Also, I advise understanding the intentions of capitalism so you can ask the correct questions. Let me explain a little because it’s very important to understand …

Money equals imprisonment or freedom. Either a person is imprisoned because they have no money and can’t do anything, or they have the money to freely do what they desire. So, you either have money or you need it.

In a truly capitalist system, power should be accumulated through achievement. As a society, we would want those who do things well and add value to have more power. So, for capitalism to function properly there must be a connection between achievement and power. People must wake up every morning with the drive to achieve as opposed to running scams to get pieces of paper called “money.” In addition, we need to have a clear and even playing field. When our real-world system diverges from these basic principles, we get into trouble. As journalists, we must aim the questions at the divergences.

Damien: So, your advising that journalists understand the underlying presuppositions of our society?

Dylan: Exactly. Understand why people got on a boat in the 1600’s. What were their ideas? They thought, “What if we get to a country where there is freedom of religion and equal opportunity?” When they first got here there wasn’t equal opportunity, but we’ve made great strides since then.

Getting back to the thought about true capitalism, if companies such as General Motors and Citibank can’t earn money from succeeding in the marketplace, they should fail. Then, a new adapted version of those businesses would emerge.

That’s what happens in a true capitalist system. However, in our system — whatever you want to call it — these businesses behaved more like drug cartels who make tons of money and then influence the government to protect them from the fair laws of failure. This is exactly the same as the banks, health insurers, unions, etc. who are saying, “Our business model is obsolete, we made a huge amount of money, so let’s send that money to the government to insure  a legal structure that creates barriers to entry for our businesses.” In other words, they are causing anti-capitalist behavior by creating anti-competitive legal structures — for example, health insurers.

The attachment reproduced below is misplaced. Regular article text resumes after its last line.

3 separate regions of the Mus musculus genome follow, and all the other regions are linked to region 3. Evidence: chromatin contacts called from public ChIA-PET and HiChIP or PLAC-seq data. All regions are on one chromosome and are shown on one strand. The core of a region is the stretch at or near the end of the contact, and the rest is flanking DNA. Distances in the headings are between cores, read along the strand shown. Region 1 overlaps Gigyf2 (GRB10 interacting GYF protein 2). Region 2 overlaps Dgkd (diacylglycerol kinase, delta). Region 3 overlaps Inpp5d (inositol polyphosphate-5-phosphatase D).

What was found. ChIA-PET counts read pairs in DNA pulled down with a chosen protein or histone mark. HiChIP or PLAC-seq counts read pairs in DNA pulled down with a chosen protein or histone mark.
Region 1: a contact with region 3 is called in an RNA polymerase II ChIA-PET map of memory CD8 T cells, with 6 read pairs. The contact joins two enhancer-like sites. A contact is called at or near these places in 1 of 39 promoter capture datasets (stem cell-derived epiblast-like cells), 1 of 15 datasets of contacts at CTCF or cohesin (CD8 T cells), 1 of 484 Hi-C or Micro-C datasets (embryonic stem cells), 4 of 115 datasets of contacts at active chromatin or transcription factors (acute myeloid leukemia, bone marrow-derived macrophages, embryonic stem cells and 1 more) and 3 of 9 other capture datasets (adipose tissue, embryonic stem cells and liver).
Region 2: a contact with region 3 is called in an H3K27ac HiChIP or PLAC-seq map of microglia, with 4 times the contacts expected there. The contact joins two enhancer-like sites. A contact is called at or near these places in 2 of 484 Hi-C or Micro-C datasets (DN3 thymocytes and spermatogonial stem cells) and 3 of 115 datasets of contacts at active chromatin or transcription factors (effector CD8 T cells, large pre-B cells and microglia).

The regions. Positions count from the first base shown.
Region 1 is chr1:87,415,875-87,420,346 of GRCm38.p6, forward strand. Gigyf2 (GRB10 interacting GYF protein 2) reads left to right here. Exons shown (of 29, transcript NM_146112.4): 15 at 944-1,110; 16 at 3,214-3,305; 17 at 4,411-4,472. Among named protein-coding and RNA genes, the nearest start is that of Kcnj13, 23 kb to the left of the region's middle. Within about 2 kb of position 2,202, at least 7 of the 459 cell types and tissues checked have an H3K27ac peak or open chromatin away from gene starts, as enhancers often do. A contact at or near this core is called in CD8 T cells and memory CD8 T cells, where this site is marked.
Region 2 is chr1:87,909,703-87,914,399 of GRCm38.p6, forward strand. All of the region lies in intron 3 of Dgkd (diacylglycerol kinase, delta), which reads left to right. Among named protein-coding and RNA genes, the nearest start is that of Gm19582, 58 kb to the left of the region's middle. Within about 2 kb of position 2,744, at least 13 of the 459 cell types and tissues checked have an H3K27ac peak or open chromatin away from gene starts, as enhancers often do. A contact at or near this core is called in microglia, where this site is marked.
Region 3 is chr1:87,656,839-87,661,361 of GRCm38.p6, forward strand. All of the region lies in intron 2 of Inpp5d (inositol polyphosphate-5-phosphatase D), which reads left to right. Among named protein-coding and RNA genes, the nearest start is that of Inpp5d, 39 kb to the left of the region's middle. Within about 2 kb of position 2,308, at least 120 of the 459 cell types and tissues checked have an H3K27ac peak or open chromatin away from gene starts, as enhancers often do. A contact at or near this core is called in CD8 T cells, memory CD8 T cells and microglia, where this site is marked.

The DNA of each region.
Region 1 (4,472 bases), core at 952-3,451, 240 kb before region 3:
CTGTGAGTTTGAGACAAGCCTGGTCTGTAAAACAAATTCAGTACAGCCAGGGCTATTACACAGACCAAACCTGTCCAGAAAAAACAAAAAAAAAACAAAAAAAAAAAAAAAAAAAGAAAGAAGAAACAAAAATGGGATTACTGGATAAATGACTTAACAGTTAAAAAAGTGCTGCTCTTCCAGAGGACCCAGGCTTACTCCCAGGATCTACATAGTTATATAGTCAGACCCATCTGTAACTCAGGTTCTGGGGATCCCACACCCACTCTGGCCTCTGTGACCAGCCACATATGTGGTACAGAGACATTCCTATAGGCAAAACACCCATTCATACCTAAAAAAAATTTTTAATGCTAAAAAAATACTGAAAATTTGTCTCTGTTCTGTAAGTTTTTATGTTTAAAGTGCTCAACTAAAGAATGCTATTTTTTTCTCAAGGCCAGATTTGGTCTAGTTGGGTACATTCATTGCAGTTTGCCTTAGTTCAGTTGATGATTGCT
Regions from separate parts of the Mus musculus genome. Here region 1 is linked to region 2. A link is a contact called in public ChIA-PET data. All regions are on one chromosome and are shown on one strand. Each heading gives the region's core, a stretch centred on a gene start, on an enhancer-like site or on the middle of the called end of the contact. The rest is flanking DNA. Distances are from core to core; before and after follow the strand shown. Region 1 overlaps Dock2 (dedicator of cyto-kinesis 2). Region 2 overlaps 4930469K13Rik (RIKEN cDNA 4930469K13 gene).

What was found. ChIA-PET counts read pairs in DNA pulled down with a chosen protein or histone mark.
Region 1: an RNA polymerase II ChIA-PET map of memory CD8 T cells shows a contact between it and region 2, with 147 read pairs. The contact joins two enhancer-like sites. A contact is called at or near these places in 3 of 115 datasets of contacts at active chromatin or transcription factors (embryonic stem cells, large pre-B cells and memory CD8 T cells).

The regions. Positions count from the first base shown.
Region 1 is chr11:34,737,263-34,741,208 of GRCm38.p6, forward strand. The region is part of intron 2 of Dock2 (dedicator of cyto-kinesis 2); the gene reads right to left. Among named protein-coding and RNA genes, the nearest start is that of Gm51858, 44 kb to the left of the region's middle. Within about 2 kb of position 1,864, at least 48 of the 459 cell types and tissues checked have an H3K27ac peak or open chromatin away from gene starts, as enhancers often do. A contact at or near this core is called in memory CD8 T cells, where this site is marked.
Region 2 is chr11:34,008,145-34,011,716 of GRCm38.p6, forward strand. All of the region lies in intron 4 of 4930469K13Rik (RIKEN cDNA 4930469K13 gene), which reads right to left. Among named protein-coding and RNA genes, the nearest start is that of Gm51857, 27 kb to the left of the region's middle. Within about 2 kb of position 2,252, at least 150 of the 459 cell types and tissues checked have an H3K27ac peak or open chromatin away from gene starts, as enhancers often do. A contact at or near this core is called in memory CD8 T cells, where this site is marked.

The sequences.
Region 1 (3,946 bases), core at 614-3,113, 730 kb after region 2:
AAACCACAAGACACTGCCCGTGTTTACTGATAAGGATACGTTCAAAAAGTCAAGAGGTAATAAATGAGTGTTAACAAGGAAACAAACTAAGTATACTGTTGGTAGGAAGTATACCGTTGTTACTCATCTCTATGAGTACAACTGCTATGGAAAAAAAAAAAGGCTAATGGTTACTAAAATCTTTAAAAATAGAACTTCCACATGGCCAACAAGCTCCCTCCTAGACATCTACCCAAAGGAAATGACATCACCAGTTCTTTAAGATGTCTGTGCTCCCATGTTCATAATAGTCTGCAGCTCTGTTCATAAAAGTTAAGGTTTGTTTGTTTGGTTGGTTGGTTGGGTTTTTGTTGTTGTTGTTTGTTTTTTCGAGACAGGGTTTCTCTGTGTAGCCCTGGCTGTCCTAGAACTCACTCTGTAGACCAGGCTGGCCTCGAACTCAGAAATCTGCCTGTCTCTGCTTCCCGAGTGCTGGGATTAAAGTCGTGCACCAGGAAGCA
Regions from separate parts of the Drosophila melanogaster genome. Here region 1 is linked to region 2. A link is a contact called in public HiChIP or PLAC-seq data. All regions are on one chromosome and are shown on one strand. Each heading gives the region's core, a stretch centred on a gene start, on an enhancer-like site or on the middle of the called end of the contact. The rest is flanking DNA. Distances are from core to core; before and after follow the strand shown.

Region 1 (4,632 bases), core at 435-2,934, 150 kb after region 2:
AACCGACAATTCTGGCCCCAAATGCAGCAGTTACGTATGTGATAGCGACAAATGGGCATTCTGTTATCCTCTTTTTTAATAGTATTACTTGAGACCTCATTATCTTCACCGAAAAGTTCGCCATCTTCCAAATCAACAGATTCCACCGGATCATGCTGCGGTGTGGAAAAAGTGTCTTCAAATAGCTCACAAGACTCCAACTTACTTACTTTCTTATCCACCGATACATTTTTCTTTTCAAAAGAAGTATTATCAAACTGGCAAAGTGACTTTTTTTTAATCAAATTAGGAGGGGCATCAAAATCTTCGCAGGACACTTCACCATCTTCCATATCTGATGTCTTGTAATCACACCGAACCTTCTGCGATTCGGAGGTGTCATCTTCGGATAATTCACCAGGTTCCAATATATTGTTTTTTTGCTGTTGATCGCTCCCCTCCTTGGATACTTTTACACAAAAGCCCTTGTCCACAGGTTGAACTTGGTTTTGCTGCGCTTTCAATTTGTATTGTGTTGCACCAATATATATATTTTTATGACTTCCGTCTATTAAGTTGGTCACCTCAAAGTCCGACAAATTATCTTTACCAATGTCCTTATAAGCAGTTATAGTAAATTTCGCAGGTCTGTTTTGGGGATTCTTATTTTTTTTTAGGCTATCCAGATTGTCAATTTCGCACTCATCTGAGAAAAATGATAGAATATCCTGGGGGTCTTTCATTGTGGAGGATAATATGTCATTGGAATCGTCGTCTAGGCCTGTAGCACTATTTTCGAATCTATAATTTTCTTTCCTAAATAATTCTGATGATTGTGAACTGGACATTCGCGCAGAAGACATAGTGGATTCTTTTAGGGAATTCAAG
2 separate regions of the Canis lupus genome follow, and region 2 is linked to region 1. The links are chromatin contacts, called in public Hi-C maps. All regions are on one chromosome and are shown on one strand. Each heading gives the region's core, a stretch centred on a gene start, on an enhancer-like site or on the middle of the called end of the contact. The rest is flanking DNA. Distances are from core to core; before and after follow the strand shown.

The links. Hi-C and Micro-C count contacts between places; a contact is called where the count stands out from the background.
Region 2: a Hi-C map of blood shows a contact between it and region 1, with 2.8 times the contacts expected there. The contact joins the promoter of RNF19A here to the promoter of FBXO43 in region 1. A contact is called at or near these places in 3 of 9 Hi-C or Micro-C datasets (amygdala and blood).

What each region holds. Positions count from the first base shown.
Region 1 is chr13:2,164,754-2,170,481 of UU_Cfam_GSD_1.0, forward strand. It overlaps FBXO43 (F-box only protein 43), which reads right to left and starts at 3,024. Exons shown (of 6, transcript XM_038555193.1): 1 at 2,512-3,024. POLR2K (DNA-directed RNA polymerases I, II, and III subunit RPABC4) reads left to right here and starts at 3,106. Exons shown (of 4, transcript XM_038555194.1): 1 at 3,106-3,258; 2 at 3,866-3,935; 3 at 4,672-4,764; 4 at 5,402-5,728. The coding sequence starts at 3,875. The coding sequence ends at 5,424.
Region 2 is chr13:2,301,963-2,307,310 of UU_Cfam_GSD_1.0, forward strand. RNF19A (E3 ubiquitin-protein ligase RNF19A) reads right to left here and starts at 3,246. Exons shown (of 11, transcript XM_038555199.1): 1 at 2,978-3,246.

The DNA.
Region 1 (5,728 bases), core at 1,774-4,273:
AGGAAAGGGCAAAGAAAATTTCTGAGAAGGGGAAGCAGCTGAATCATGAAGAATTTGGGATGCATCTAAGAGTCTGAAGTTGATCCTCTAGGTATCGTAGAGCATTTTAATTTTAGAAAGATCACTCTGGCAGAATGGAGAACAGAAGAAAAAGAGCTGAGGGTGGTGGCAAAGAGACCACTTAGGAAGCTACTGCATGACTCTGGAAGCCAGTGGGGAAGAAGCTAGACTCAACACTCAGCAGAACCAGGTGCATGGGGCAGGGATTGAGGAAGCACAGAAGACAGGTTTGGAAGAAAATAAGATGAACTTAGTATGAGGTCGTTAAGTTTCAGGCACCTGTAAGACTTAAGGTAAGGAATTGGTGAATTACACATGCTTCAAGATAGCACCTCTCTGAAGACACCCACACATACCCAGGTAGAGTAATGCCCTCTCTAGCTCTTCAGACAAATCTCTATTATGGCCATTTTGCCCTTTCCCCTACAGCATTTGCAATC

The rules of capitalism are very simple: the capital markets exist as a warehouse of capital accumulated through innovation because you pay people for innovation. As a result, you have an incredibly innovative society. It’s like a leaf blower spreading capital all over the country because capitalists are competing with each other to pick the next winning company. However, that means the government’s role is to oversee the capital markets and make sure capital is being directed back into the economy to award further innovation and value.

In our screwed up world, the capitalists decided to chase money rather than achievement. So, they said, “What if we turn the entire housing market into a speculative instrument? From what can we skim 1/100th of a basis point and still pay ourselves billions of dollars each?”

Damien: The biggest asset each person possesses.

Dylan: Bingo. And we arrive at that place by simply asking good questions.

Damien: On a related note, do you ever feel like your good questions are drowned out by the overwhelming amount of PR in the media?